Chances are you don’t really want your family’s Thanksgiving to look like that iconic Normal Rockwell painting. It’s lovely. But seriously, for people sitting down to plain celery, ice water and what is probably an overdone bird, those folks are way too chipper.
But Americans do attach a lot of hopeful expectations to Thanksgiving, along with the rest of the winter holidays the big turkey day heralds. That can set everyone up for disappointment and stress, say faculty and alumni family therapists from Chapman University’s Marriage and Family Therapy (MFT) program in the Crean College of Health and Behavioral Sciences.
But here’s something to be, well, grateful about. They also say it’s possible to create happier and calmer family get-togethers by approaching them with a realistic mindset, a few strategies and reasonable goals.
It’s worth the effort, says Susan Jester, associate director of Chapman’s Frances Smith Center for Individual and Family Therapy, and a marriage and family therapist in private practice.
“The importance of family rituals has never been so important as a way to remember what is really important, and what is not so important,” Jester says.
And despite being scattered around the country nowadays, families evolved by spending time together, and those connections are an important part of our identity, says
, Ph.D., associate professor at Crean College and a family therapist in private practice.
“These gatherings can be rejuvenating, because if our family is a good base, we get a reminder of who we are and where we come from. That can be nice,” he says.
To get started on all that, Chapman experts offer these six tips.
Put on your grown-up hat
Hate that feeling of being treated like a child again at family gatherings? Welcome to the club, Pincus says. It’s one of the most common sources of resentment among families. That makes it great material for holiday movies, but not so jolly in real life.
One solution he offers is to give yourself a talk before you get together with family so you don’t end up feeling like you’re back at the children’s table. List the values and traits that make you, you – “I have kids. I have a career.” No, this is not like that regular skit on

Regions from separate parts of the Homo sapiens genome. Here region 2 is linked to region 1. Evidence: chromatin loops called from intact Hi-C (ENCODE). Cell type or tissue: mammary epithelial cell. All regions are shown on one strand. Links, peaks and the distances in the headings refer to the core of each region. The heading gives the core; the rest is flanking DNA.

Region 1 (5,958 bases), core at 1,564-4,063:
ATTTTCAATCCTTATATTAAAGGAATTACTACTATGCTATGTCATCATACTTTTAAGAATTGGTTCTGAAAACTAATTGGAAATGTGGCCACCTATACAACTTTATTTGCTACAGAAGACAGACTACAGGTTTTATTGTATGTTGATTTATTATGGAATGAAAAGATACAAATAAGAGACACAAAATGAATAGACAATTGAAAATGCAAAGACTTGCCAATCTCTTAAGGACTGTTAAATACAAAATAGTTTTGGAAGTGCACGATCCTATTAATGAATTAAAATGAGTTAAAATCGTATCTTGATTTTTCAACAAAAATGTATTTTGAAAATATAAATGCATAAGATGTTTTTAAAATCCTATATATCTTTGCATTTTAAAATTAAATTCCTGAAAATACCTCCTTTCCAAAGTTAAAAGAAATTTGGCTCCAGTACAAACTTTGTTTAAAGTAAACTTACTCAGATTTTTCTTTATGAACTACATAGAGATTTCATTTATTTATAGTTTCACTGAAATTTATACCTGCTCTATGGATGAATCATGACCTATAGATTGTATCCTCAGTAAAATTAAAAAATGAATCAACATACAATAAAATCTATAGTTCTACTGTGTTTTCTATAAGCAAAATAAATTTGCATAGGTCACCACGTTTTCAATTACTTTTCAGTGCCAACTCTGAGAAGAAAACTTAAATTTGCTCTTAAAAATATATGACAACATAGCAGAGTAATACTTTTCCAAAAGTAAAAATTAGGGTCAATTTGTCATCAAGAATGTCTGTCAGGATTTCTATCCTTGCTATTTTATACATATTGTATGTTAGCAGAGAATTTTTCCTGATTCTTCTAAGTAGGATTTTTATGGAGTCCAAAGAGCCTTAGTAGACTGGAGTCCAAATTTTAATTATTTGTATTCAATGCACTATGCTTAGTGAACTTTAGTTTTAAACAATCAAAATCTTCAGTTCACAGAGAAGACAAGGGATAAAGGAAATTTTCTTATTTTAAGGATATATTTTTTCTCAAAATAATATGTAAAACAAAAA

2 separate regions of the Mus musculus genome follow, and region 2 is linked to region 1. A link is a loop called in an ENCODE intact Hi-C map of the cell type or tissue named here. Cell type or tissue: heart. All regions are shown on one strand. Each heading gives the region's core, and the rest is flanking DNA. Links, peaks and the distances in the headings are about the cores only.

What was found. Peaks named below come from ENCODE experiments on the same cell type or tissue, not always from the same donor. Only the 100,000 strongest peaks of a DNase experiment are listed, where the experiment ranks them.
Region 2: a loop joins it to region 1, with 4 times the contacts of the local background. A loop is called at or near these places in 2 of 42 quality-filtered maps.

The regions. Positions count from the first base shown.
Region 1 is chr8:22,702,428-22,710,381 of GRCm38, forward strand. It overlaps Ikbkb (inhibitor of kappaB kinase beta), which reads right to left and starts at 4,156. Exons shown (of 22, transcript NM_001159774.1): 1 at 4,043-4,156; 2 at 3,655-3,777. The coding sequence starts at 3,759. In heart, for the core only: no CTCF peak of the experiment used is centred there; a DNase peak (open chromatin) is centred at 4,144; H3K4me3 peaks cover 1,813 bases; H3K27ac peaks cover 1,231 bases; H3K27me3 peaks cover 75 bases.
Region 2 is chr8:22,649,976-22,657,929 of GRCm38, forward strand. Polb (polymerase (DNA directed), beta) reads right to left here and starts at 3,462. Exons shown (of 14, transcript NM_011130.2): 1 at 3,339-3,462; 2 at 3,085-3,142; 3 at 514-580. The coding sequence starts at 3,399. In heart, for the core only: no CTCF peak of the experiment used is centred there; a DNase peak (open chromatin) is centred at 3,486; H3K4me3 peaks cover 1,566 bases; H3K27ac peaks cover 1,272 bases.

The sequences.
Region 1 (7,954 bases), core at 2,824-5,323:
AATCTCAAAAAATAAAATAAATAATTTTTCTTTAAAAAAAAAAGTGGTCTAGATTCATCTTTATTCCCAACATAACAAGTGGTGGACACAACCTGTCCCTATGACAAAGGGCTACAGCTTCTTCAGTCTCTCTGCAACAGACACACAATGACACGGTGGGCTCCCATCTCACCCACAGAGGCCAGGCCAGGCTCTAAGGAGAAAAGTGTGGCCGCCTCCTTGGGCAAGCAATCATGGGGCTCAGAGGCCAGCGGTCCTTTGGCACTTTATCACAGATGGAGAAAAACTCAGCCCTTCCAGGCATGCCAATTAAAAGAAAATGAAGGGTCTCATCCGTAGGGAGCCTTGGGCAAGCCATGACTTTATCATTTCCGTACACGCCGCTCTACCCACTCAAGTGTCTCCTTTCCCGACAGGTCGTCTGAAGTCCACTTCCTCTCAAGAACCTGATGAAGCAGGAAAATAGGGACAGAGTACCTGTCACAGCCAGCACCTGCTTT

Saturday Night Live
with the motivational speaker who indulges himself in gushy “Doggone it, people like me!” chatter. Rather, it’s a technique that helps people anchor themselves so they don’t get pulled into those “force fields” that can have them playing the child again, Pincus says.
Set workable goals
Aim for what might be described as a nice enough day. Going into these occasions thinking that “My goal is to get my parents to finally recognize how awesome I am” is almost sure to produce disappointment, Pincus says. Try something more attainable that will still make the day special – like making a point to spend time with the nieces and nephews who are growing up so fast.
“Think about your family’s traditions. What are the ones that you like, as well as the ones you dislike or that can be problematic. Devise a strategy to deal with those that are not enjoyable,” Jester says. Sometimes just changing arrival and departure times, or veering to a quiet place to hang out with the oldest or youngest family members, is enough, she says.
Keep an open mind
Just as high expectations can go unmet, assuming the worst will happen isn’t helpful, either. It can sabotage you into sparking a self-fulfilling scenario, says Jennifer Pentz (MFA ’12), a marriage and family counselor in private practice and the lead therapist at the CSP Children’s Crisis Residential Program in Laguna Beach.
Be mindful of keeping a positive attitude and “taking things as they come,” she says. If uncomfortable or painful topics arise, try to steer things back to the present, but consider revisiting them with your loved one at another time. “Holiday gatherings are not the time to hash out that kind of stuff,” she says.
Be ready to hit the road gracefully
If you know you’re going into a potentially stressful situation, decide ahead of time how long want to stay “so you don’t set yourself up for a situation where you’re going to get overwhelmed, or where you’re going to get resentful.” This strategy works well when a spouse or friend is clued into the plan, Pentz says.
And put down the cell phone
“Turn off your electronic devices in order to be physically and emotionally present with others. This will also help you to be self-aware, so that if old family dynamics rear their ugly head, you can access strategies you have created before to manage them, or exit gracefully.”
The holidays can exacerbate family violence and substance abuse, too. Read how Chapman clinics are helping families cope.